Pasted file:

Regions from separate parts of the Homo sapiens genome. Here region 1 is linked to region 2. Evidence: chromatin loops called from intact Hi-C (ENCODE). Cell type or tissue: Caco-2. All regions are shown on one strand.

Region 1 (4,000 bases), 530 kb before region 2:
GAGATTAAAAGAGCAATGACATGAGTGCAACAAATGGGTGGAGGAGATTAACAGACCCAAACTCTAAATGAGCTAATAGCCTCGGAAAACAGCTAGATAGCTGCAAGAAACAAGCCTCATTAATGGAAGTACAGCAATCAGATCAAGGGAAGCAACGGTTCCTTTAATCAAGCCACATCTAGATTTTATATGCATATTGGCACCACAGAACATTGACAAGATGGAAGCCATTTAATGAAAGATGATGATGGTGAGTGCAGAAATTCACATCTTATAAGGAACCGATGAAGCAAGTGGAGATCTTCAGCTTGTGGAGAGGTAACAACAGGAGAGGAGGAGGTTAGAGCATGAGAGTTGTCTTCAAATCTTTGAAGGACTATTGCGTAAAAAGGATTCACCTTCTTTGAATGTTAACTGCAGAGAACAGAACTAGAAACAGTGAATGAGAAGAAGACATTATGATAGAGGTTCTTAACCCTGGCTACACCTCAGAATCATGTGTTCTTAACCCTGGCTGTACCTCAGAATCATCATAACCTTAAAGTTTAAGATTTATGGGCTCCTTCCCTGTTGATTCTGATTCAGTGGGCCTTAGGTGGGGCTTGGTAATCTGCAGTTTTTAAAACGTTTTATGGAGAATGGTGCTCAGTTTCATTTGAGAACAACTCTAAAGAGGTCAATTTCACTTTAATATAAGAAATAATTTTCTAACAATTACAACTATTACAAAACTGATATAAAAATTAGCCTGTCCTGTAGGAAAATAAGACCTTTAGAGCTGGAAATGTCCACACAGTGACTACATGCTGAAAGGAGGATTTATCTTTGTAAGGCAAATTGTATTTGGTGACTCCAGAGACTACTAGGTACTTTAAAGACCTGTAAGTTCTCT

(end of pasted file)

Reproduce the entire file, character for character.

Regions from separate parts of the Homo sapiens genome. Here region 1 is linked to region 2. Evidence: chromatin loops called from intact Hi-C (ENCODE). Cell type or tissue: Caco-2. All regions are shown on one strand.

Region 1 (4,000 bases), 530 kb before region 2:
GAGATTAAAAGAGCAATGACATGAGTGCAACAAATGGGTGGAGGAGATTAACAGACCCAAACTCTAAATGAGCTAATAGCCTCGGAAAACAGCTAGATAGCTGCAAGAAACAAGCCTCATTAATGGAAGTACAGCAATCAGATCAAGGGAAGCAACGGTTCCTTTAATCAAGCCACATCTAGATTTTATATGCATATTGGCACCACAGAACATTGACAAGATGGAAGCCATTTAATGAAAGATGATGATGGTGAGTGCAGAAATTCACATCTTATAAGGAACCGATGAAGCAAGTGGAGATCTTCAGCTTGTGGAGAGGTAACAACAGGAGAGGAGGAGGTTAGAGCATGAGAGTTGTCTTCAAATCTTTGAAGGACTATTGCGTAAAAAGGATTCACCTTCTTTGAATGTTAACTGCAGAGAACAGAACTAGAAACAGTGAATGAGAAGAAGACATTATGATAGAGGTTCTTAACCCTGGCTACACCTCAGAATCATGTGTTCTTAACCCTGGCTGTACCTCAGAATCATCATAACCTTAAAGTTTAAGATTTATGGGCTCCTTCCCTGTTGATTCTGATTCAGTGGGCCTTAGGTGGGGCTTGGTAATCTGCAGTTTTTAAAACGTTTTATGGAGAATGGTGCTCAGTTTCATTTGAGAACAACTCTAAAGAGGTCAATTTCACTTTAATATAAGAAATAATTTTCTAACAATTACAACTATTACAAAACTGATATAAAAATTAGCCTGTCCTGTAGGAAAATAAGACCTTTAGAGCTGGAAATGTCCACACAGTGACTACATGCTGAAAGGAGGATTTATCTTTGTAAGGCAAATTGTATTTGGTGACTCCAGAGACTACTAGGTACTTTAAAGACCTGTAAGTTCTCT